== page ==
I've got a cold. My throat's sore and my ears are blocked. All part of the territory when you have a child at school (not that I'm blaming him - well, maybe a bit). If it's done its worst by the time we move, I can cope with that.
I know you're supposed to keep warm and rest but that's not very realistic when you've got a Major Life Event (house move), a five-year-old to get organised each morning and lots of other stuff to deal with. So the other day I didn't do the sensible thing by staying indoors. I went out into the bitter cold for a walk. Minus gloves - I regretted that one. Taking photographs with numb hands and frozen fingers isn't very easy.
It wasn't the most inspiring of mornings - pale skies and lots of mud after the previous night's heavy rain. There's still some autumn colour here and there but as it becomes more scarce it gets more striking; vivid brights gleaming out from the shadows and undergrowth, the dark and damp places.
The sharp, clean air felt pretty good. Yes my extremities were tingling but when I reached the field gate I chose to keep going rather than heading back through the village. Sometimes you're not ready to go home just yet. So I didn't.
I wandered down a watery path and sought out the jewels: holly berries, rosehips, fruiting ivy, bleached ferns.
I know this talk of holly and ivy is straying into festive territory but winter's coming. There are signs of it in the hedgerows, the fields and woods, the orchards and gardens. I'm not in favour of all the commercialism and the hard sell which seems to start earlier and earlier every year, but I do like the gradual tiptoeing-in of winter as autumn slips away.
I could hear trickling water as I walked. Little streams and rivulets coming down from the moors. This is why I rarely head out without wellies. And wellies mean you can fit an extra pair of socks underneath. Which was entirely necessary.
I also took a small plastic bag in my pocket in case it rained (it did, eventually) and the camera needed to be kept dry. A woolly hat is useful not just for warmth but also to stop a fringe flying about all over the place, which can be distracting. I took the scissors to it last week after the usual 'Should I/shouldn't I' thing I go through every so often. I like a fringe but it requires a bit more maintenance, especially for a wavy-haired individual.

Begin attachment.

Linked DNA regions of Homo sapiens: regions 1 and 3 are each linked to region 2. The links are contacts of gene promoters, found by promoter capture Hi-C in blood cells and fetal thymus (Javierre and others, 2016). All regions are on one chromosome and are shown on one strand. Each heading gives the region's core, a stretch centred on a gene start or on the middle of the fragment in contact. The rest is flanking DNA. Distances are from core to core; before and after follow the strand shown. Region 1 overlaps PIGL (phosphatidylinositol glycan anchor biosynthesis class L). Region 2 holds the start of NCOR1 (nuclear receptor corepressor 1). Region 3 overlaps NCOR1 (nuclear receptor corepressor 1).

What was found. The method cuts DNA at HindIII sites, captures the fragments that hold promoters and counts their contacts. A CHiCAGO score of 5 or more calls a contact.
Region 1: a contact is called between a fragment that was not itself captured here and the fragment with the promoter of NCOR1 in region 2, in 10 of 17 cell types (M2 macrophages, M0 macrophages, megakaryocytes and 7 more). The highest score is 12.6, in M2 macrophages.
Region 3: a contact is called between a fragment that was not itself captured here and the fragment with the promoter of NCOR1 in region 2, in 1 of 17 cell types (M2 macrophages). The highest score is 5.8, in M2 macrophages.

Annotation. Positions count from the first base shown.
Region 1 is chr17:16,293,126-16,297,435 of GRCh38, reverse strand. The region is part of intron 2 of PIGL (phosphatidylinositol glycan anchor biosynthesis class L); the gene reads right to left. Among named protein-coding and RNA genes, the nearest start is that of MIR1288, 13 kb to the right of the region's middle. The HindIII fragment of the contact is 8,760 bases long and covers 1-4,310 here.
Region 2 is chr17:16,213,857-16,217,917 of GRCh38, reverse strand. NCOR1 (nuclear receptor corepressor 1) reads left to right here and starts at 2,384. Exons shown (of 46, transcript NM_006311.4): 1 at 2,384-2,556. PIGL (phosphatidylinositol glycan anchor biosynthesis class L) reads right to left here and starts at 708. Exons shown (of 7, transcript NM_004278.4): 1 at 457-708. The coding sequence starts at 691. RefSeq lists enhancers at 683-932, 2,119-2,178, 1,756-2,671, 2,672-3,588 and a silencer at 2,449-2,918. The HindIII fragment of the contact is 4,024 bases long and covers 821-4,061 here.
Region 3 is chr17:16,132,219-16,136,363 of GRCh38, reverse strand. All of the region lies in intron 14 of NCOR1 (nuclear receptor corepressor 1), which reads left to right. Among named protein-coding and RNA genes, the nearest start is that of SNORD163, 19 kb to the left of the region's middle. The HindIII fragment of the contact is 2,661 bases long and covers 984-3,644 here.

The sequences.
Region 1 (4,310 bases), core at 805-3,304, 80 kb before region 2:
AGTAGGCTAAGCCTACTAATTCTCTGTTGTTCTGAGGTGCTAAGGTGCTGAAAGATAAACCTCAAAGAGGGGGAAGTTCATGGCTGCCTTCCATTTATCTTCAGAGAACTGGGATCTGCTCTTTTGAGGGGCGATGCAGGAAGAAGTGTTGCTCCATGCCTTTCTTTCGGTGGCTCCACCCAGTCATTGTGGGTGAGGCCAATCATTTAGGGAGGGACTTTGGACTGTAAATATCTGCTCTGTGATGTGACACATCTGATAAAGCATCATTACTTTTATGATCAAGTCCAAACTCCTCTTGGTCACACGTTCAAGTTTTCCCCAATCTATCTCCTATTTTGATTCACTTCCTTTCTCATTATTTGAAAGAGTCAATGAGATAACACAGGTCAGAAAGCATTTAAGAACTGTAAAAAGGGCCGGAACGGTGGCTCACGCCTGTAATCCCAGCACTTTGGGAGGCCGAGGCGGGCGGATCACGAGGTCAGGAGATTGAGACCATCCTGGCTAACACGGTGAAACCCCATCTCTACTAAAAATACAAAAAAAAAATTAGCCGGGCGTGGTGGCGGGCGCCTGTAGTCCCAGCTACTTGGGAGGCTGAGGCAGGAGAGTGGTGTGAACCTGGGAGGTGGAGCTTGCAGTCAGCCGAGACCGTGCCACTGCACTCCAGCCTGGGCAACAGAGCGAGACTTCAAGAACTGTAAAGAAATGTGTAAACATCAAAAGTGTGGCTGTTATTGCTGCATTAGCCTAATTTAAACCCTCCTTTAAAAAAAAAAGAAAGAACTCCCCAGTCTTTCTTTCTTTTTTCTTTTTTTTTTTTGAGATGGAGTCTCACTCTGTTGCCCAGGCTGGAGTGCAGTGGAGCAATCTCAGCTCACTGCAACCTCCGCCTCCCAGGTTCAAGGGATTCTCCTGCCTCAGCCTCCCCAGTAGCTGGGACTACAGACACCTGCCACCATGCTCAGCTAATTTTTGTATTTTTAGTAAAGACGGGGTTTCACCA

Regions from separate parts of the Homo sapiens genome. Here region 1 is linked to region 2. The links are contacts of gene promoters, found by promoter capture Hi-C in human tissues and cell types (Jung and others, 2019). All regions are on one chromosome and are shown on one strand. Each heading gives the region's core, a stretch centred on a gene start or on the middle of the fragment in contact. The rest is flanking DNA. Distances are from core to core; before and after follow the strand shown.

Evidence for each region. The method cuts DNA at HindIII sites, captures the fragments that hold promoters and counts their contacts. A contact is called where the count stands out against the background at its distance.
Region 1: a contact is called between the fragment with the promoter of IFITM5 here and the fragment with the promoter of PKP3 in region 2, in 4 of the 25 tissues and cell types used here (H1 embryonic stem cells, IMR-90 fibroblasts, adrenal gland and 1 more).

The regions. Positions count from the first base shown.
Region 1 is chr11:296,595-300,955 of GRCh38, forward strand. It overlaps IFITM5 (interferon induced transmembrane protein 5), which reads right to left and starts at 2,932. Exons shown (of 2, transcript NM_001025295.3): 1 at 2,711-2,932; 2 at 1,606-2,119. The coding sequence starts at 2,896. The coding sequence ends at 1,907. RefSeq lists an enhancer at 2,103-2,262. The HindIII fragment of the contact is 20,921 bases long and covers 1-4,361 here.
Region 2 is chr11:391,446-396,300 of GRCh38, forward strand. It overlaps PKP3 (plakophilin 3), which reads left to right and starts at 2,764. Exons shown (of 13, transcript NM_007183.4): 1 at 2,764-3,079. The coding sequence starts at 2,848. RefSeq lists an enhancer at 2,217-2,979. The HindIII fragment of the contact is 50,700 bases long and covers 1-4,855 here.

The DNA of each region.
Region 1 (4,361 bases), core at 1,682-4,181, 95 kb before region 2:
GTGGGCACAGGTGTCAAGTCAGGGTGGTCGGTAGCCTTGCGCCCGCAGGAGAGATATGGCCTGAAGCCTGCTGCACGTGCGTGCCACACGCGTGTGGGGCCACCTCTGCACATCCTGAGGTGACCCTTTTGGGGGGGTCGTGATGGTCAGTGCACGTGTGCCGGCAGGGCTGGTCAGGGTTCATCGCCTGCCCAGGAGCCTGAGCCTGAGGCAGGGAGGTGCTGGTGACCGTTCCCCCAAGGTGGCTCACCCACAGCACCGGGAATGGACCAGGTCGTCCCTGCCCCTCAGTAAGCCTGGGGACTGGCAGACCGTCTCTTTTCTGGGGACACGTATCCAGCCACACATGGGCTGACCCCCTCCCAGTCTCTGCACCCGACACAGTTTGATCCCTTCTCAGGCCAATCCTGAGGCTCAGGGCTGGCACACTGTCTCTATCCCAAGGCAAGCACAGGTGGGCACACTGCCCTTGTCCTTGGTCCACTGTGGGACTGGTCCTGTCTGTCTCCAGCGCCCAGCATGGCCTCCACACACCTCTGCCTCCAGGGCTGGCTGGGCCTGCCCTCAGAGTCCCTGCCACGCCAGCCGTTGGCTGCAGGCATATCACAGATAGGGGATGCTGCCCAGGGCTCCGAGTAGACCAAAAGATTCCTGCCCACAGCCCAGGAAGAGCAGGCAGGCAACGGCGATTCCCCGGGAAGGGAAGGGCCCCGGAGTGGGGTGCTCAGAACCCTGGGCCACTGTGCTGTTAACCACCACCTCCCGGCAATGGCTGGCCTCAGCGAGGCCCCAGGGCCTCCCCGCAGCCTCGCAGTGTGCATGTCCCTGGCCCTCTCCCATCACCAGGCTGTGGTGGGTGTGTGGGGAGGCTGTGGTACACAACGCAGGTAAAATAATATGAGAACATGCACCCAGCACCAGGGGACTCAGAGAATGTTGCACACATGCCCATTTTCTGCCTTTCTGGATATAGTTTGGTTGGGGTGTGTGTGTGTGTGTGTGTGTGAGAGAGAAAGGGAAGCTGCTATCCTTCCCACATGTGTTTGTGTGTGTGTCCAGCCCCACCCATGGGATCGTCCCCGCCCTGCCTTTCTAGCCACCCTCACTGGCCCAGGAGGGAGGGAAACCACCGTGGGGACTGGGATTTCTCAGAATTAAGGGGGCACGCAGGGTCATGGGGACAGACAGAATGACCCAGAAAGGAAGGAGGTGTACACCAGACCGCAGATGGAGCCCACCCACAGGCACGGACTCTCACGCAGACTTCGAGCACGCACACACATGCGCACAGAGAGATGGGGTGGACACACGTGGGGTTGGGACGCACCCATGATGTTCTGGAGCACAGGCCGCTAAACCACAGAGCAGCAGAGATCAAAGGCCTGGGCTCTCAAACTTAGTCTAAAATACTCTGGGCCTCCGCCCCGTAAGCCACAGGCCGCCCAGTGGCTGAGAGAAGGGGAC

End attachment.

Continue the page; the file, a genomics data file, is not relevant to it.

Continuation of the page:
I keep thinking about things we need to buy before heading north. On days like these, you keep coming back to one in particular: thermals.
We've had snow since then and this morning everything was covered in silver; Jack Frost-etched leaf patterns on the car windscreens and sparkle in the field behind the house. We're wearing layers on top of more layers. I warm Joe's home clothes on the radiator ready for when he's back from school.
But back to the November jewels.
I know some people have already put up their Christmas trees and decorations. The lights are up around the village and in our nearest town. But it's nice to look for the gilded, the glistening, the burnished within nature.
The march towards Yuletide, in the natural world at least, is subtle and gradual, more of a quiet ushering-in. The bronzes and yellows of autumn are shrinking away and collapsing into the shadows as the evergreens, the scarlets and crimsons come to the fore.
Maybe I'm living vicariously through the outdoors. We won't have the usual Christmassy adornments at home this year (not that we do the whole opulent extravaganza thing anyway). Whilst I'll be soaking up the atmosphere in the town - and on my goodbye visits to my favourite haunts like Hebden Bridge - I'm planning to juxtapose it all with a natural Yuletide.
It's probably a good idea to get out for some air and green therapy right now. Take a break from the whole moving house rollercoaster: packing things into boxes, address changes, form filling, planning, struggling to locate everyday items which used to live in drawers and wardrobes. Jay's up and down between here and Skye moving furniture into storage so everything, routine-wise, feels up in the air.
Add Christmas into the mix and it starts to feel a bit overwhelming.
So I head for the hills for a little while and come home feeling refreshed and ready to take up the reins again.